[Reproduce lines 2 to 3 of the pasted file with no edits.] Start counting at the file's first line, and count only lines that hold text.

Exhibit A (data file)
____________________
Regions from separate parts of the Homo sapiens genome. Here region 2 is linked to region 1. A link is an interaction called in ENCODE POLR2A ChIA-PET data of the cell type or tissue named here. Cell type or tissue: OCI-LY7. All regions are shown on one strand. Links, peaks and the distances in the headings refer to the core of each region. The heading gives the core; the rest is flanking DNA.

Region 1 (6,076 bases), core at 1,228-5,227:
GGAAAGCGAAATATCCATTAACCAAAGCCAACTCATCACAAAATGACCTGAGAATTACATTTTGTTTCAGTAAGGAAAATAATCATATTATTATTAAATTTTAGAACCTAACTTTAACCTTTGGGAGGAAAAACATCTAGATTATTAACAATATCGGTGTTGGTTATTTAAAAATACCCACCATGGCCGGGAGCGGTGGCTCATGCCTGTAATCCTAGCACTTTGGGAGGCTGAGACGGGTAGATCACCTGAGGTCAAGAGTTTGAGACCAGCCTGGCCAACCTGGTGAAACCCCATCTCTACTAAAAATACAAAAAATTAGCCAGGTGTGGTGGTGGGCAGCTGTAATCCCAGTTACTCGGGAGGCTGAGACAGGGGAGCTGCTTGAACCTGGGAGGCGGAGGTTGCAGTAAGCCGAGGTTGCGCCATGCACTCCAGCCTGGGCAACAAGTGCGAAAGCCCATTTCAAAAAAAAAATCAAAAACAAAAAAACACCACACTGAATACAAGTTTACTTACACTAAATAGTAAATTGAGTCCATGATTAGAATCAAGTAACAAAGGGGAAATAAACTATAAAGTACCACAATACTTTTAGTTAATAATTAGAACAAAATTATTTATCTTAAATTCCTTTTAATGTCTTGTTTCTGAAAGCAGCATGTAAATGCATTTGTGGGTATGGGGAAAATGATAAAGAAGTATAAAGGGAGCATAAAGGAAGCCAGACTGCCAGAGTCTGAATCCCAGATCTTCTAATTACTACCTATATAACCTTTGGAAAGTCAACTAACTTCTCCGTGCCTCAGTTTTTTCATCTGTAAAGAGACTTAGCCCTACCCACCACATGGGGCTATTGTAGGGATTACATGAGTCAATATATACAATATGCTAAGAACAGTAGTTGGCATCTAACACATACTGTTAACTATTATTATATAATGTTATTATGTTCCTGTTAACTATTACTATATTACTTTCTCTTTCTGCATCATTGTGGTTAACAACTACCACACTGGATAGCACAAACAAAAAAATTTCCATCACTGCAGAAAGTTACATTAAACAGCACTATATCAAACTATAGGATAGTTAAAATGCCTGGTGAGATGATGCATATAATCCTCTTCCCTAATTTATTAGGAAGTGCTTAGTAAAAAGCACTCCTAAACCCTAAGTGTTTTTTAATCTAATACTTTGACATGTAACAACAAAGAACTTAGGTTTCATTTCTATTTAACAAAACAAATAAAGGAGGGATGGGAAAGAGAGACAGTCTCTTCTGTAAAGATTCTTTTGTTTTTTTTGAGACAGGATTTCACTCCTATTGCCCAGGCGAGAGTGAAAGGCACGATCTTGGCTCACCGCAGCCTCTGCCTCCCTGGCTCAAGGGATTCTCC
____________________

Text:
Region 1 (6,076 bases), core at 1,228-5,227:
GGAAAGCGAAATATCCATTAACCAAAGCCAACTCATCACAAAATGACCTGAGAATTACATTTTGTTTCAGTAAGGAAAATAATCATATTATTATTAAATTTTAGAACCTAACTTTAACCTTTGGGAGGAAAAACATCTAGATTATTAACAATATCGGTGTTGGTTATTTAAAAATACCCACCATGGCCGGGAGCGGTGGCTCATGCCTGTAATCCTAGCACTTTGGGAGGCTGAGACGGGTAGATCACCTGAGGTCAAGAGTTTGAGACCAGCCTGGCCAACCTGGTGAAACCCCATCTCTACTAAAAATACAAAAAATTAGCCAGGTGTGGTGGTGGGCAGCTGTAATCCCAGTTACTCGGGAGGCTGAGACAGGGGAGCTGCTTGAACCTGGGAGGCGGAGGTTGCAGTAAGCCGAGGTTGCGCCATGCACTCCAGCCTGGGCAACAAGTGCGAAAGCCCATTTCAAAAAAAAAATCAAAAACAAAAAAACACCACACTGAATACAAGTTTACTTACACTAAATAGTAAATTGAGTCCATGATTAGAATCAAGTAACAAAGGGGAAATAAACTATAAAGTACCACAATACTTTTAGTTAATAATTAGAACAAAATTATTTATCTTAAATTCCTTTTAATGTCTTGTTTCTGAAAGCAGCATGTAAATGCATTTGTGGGTATGGGGAAAATGATAAAGAAGTATAAAGGGAGCATAAAGGAAGCCAGACTGCCAGAGTCTGAATCCCAGATCTTCTAATTACTACCTATATAACCTTTGGAAAGTCAACTAACTTCTCCGTGCCTCAGTTTTTTCATCTGTAAAGAGACTTAGCCCTACCCACCACATGGGGCTATTGTAGGGATTACATGAGTCAATATATACAATATGCTAAGAACAGTAGTTGGCATCTAACACATACTGTTAACTATTATTATATAATGTTATTATGTTCCTGTTAACTATTACTATATTACTTTCTCTTTCTGCATCATTGTGGTTAACAACTACCACACTGGATAGCACAAACAAAAAAATTTCCATCACTGCAGAAAGTTACATTAAACAGCACTATATCAAACTATAGGATAGTTAAAATGCCTGGTGAGATGATGCATATAATCCTCTTCCCTAATTTATTAGGAAGTGCTTAGTAAAAAGCACTCCTAAACCCTAAGTGTTTTTTAATCTAATACTTTGACATGTAACAACAAAGAACTTAGGTTTCATTTCTATTTAACAAAACAAATAAAGGAGGGATGGGAAAGAGAGACAGTCTCTTCTGTAAAGATTCTTTTGTTTTTTTTGAGACAGGATTTCACTCCTATTGCCCAGGCGAGAGTGAAAGGCACGATCTTGGCTCACCGCAGCCTCTGCCTCCCTGGCTCAAGGGATTCTCC